‘I CAN’T BELIEVE IT’S HAPPENING’
Presenter Abbey Gelmi on work and play
It was a spur of the moment thing. Abbey Gelmi was hosting the red carpet of this year’s Brownlow Medal ceremony in Melbourne on Sept. 24, and looking dazzling in a silver Leah Da Gloria gown. Then her colleague, Hamish Mclachlan, threw the Channel Seven sports presenter a football. “Of course, I grabbed the footy and that’s what the cameras caught,” Gelmi laughs. “There I was glammed up in a frock and throwing around a football. But it probably best reflects who I am.” As much as she loves sports – all sports – there is another side to ever-glamorous, but down-to-earth journalist. “I also love my fashion – I’m a bit of an all-rounder in that sense,” she says. “I’ve always enjoyed fashion growing up, but until recently I felt I couldn’t be too vocal about loving fashion because people assume you can’t be that strong on sport. Or vice versa, some people think if you’re into sport you can’t have a presence in the fashion space. I think fashion is escapism and a bit of fun. But I really enjoy it.”
Get used to seeing a lot of Gelmi on our screens. The sports presenter, who for four years read the morning news on Fox Sports, is new to Seven, and is this year part of Seven’s cricket commentary team, alongside legends such as Glenn Mcgrath and Ricky Ponting. And for an unashamed sports nut, that really is a dream gig. “I can’t believe it’s happening,” she enthuses of her co-hosting job. “If I could tell a 12-year-old me that I’d one day be on a team with people like this…”
When she was a young “tomboy” growing up in Perth, Gelmi would follow her brother around, copying whatever he did. He played AFL, so she tried organising a girls’ AFL side at her school, to no avail. She played cricket until she was 12, as well as netball. Of course, people will say sport is in Gelmi’s blood. She is the granddaughter of champion middledistance runner, Herb Elliott.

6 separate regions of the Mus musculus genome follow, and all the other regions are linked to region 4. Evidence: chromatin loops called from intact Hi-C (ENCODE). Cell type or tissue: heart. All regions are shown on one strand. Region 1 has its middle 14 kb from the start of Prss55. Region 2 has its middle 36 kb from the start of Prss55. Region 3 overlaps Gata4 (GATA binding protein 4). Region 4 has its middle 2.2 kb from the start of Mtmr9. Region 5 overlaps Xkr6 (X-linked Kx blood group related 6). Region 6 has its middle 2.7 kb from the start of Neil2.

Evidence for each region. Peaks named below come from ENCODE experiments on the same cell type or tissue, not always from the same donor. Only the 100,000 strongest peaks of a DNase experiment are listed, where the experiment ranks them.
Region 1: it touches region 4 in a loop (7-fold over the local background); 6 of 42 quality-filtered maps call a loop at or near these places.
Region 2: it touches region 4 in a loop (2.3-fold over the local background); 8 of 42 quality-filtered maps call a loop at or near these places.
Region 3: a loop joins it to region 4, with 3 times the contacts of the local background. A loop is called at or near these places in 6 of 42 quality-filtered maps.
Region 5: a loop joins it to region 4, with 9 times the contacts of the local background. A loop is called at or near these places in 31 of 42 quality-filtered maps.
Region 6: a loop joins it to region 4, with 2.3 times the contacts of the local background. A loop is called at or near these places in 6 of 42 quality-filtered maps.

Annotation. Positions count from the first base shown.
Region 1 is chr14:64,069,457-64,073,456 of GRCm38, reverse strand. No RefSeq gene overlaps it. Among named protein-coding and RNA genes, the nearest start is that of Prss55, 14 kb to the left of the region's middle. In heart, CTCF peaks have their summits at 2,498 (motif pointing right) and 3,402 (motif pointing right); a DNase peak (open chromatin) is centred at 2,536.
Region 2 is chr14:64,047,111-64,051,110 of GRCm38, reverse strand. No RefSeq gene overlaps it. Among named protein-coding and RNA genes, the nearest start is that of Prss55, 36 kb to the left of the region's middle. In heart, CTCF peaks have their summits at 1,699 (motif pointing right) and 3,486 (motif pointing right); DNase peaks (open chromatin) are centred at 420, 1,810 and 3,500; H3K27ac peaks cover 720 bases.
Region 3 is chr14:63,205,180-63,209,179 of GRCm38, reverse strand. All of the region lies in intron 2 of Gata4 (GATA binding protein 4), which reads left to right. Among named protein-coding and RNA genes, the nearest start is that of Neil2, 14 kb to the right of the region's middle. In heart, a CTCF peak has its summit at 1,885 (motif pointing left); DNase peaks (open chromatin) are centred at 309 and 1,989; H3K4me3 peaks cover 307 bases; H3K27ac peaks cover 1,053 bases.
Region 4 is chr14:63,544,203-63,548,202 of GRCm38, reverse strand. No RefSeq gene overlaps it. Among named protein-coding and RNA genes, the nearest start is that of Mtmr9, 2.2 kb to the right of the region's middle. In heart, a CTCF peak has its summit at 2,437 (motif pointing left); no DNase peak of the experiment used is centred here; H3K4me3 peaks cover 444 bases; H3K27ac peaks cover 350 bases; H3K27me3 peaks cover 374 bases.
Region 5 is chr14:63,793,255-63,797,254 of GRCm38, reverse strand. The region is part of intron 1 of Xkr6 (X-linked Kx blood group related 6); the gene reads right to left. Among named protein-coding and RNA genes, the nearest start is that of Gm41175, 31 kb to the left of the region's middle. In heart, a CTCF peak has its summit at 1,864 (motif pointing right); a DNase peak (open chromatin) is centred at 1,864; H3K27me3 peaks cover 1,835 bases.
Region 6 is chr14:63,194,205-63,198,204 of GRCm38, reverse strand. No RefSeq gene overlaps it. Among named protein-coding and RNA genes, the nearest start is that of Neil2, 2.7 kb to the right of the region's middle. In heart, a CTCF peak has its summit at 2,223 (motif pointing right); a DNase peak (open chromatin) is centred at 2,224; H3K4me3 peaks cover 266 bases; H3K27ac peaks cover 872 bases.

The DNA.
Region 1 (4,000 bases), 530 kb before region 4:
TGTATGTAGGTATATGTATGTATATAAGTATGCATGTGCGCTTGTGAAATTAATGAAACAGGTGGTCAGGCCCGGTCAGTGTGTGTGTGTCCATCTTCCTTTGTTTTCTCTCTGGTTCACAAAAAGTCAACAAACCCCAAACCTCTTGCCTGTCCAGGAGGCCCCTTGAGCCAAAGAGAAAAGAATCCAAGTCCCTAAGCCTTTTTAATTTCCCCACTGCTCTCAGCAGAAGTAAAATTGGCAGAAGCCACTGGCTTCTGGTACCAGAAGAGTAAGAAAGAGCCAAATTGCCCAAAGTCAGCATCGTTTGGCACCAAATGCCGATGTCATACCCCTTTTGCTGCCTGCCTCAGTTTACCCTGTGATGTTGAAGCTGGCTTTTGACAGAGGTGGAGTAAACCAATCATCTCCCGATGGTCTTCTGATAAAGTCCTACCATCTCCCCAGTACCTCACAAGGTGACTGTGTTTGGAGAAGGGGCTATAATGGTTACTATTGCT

“Pa” as she calls Elliott, never gave her any strong-handed guidance on the sporting field. “He used to come along to my sports carnivals but for me he’s just Grandpa, and a really loving one,” she says. “He doesn’t talk about his running days that often. He sees it as a chapter of his life that’s over now and he’s gone [on] to be quite a successful businessman. He has family now that is more important [than his sporting career], which I think says a lot about his character.”
Gelmi stayed with Elliott when she moved to Sydney to work at Fox Sports. It was while at this job Gelmi met her beau, Ben Way, who has since moved to Sky Racing. “He was the anchor and I was the one rolling his autocue,” she recalls. “He is easily the best thing that’s come out of my involvement in any sports media, so it’s nice.” For nine months, Way would drive Gelmi to work at 3am, then go to his own job at 7am and “he never
“[Ben] is easily the best thing that’s come out of my job”
complained”. Clearly, it was love.
Now they’ve been together for three-anda-half years (“I always try to round it up to five”), Gelmi says wedding bells may one day chime for the couple. “He keeps saying he’s waiting for me to ask,” she laughs. “But I asked him out and kissed him first, so I think he can do it. If I finish off the trifecta I’d never forgive myself.” Gelmi is one of six women on Seven’s cricket commentary team this year. This is certainly a giant leap for coverage of Test cricket, which starts on Dec. 6 with Australia taking on India. For so long, the sport has been dominated by men. Gelmi looks forward to a time when women in sports commentating, especially cricket, will no longer be seen as a “token” gesture. “That’s what we’re heading towards,” she says. “Rather than it being a political statement, you just want it to be normal.”
First Test: Australia V India airs Thurs., Dec. 6 at 10am on Channel Seven